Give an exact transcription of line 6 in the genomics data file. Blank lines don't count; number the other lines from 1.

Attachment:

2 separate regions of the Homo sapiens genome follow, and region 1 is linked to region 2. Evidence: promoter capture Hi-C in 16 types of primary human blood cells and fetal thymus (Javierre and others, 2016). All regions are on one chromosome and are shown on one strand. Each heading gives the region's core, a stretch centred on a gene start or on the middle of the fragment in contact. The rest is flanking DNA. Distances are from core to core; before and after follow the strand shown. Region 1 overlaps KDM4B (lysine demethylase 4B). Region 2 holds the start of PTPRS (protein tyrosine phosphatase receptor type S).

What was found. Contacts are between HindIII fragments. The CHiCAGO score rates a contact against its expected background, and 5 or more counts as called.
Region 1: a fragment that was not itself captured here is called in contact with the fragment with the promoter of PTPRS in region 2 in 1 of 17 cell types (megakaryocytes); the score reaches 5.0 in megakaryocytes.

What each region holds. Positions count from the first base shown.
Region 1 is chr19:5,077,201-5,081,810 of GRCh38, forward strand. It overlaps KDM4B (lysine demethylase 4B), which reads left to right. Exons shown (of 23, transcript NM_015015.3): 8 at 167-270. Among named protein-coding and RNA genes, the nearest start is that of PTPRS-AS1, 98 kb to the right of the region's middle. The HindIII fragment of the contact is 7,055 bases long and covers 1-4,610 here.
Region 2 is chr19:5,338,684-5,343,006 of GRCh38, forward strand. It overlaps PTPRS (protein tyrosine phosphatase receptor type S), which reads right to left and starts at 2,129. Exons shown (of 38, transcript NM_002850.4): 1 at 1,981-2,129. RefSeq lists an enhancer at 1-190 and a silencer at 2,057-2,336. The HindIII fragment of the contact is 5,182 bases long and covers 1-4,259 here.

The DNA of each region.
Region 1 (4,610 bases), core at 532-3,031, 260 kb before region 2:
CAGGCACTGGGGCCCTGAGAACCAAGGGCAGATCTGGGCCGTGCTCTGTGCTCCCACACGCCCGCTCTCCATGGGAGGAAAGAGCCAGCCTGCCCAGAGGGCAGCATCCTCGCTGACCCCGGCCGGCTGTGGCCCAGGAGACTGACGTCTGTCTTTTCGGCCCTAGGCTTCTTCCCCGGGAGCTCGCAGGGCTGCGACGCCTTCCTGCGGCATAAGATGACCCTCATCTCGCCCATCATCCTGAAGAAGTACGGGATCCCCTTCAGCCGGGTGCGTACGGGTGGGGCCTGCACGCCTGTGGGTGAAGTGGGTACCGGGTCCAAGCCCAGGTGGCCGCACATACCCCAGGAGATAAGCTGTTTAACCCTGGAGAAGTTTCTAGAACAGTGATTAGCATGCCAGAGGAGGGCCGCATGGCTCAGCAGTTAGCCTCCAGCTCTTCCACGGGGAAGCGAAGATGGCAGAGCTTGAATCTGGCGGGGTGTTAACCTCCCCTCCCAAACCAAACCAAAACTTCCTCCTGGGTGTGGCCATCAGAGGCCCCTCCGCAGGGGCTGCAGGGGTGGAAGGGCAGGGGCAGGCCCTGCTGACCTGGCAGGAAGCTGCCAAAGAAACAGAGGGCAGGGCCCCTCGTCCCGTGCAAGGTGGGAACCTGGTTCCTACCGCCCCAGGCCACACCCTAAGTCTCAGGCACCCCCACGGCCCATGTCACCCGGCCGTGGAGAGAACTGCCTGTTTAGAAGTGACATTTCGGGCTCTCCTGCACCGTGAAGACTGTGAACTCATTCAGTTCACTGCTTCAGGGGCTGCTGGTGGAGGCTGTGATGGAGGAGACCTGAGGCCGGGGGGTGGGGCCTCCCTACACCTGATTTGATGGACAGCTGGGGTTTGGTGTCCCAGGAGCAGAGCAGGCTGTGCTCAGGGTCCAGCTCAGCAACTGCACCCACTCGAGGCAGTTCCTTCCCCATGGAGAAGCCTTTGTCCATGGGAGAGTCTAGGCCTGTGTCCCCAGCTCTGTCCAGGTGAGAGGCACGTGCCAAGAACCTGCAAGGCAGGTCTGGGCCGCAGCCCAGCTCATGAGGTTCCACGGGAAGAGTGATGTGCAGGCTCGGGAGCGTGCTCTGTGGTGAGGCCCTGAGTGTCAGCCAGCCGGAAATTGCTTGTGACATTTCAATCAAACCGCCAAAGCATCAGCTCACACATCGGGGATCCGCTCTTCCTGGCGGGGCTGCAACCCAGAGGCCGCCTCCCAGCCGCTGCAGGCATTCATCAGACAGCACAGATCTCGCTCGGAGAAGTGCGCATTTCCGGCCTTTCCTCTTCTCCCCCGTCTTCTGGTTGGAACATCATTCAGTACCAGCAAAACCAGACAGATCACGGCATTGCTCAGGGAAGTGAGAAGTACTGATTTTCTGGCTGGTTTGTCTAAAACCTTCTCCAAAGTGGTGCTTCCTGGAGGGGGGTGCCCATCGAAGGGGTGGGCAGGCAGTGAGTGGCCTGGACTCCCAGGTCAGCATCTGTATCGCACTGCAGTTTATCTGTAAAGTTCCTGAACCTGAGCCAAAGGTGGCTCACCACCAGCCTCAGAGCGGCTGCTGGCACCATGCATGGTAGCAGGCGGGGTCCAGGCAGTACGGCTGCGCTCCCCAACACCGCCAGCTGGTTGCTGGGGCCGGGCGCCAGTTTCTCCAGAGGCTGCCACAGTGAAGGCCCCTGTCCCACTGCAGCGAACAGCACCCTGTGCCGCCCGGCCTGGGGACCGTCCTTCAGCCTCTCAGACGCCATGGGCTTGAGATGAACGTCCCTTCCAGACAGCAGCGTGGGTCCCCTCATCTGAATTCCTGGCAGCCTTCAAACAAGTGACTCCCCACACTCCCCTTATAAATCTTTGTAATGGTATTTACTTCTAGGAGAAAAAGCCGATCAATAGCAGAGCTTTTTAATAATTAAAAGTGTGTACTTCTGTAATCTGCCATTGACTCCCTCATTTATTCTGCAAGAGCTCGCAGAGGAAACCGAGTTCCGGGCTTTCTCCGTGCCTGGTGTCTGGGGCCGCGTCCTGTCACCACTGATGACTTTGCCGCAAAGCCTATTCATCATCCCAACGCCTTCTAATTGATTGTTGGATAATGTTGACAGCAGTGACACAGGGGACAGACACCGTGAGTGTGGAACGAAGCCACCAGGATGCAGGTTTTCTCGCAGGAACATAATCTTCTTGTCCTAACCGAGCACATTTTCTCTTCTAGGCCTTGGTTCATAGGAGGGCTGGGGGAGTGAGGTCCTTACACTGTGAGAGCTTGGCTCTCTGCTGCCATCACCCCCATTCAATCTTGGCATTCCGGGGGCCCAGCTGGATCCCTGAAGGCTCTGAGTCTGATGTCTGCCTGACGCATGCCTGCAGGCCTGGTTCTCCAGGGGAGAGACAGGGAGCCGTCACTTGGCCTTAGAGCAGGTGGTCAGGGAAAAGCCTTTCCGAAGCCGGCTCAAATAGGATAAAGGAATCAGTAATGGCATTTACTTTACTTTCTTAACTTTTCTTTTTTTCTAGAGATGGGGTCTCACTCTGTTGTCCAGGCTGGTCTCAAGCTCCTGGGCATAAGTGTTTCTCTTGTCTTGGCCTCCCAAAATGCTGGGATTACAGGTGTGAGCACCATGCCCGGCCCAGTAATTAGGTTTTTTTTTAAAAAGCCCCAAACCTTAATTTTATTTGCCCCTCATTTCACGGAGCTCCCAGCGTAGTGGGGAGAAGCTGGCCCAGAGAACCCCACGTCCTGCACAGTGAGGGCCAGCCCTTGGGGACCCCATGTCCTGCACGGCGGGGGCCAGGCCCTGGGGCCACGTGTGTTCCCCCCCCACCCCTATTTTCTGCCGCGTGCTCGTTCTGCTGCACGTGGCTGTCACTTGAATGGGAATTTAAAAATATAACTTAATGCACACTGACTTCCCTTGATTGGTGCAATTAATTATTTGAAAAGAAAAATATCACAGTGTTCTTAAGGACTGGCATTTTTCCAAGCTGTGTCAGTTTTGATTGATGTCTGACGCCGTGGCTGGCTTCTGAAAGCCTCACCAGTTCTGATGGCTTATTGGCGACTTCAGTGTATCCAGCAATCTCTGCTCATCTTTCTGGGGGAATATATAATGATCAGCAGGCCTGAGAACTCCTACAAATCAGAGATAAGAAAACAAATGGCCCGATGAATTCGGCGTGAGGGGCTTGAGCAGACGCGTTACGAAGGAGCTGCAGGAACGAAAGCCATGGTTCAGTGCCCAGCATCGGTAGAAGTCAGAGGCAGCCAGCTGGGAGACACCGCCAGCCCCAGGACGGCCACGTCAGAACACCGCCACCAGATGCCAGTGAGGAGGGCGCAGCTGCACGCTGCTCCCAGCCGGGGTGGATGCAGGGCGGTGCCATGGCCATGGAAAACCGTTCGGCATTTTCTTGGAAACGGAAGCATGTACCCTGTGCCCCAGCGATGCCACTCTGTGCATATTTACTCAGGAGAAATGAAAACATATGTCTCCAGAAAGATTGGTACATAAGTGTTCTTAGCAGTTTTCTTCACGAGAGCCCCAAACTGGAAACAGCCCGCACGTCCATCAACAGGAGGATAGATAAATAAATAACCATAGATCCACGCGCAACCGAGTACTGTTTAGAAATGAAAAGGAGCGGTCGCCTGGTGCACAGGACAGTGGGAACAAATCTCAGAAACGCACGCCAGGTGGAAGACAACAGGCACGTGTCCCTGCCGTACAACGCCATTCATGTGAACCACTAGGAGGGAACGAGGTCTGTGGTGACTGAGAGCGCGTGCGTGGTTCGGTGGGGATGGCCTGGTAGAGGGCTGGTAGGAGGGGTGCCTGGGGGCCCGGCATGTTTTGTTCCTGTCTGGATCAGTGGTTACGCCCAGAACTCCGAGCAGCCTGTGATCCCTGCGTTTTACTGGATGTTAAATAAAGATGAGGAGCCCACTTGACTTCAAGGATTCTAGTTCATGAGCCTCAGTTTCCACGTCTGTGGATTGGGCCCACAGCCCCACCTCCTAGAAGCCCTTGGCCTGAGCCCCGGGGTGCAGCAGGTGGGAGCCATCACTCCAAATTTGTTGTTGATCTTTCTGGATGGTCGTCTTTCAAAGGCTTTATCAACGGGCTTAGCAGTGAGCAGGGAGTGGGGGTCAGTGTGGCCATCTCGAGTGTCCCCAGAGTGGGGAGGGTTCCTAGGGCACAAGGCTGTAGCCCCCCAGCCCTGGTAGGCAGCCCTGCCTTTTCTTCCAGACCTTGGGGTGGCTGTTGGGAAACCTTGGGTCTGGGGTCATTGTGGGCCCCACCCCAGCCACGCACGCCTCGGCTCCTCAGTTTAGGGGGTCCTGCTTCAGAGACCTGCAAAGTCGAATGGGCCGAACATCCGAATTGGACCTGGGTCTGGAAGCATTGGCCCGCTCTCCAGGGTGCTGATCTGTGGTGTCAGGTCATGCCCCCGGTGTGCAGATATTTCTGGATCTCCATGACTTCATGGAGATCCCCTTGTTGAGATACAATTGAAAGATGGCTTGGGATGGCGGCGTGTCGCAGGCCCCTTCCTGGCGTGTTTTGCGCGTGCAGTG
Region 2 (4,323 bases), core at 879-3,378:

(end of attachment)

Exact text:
Region 2 is chr19:5,338,684-5,343,006 of GRCh38, forward strand. It overlaps PTPRS (protein tyrosine phosphatase receptor type S), which reads right to left and starts at 2,129. Exons shown (of 38, transcript NM_002850.4): 1 at 1,981-2,129. RefSeq lists an enhancer at 1-190 and a silencer at 2,057-2,336. The HindIII fragment of the contact is 5,182 bases long and covers 1-4,259 here.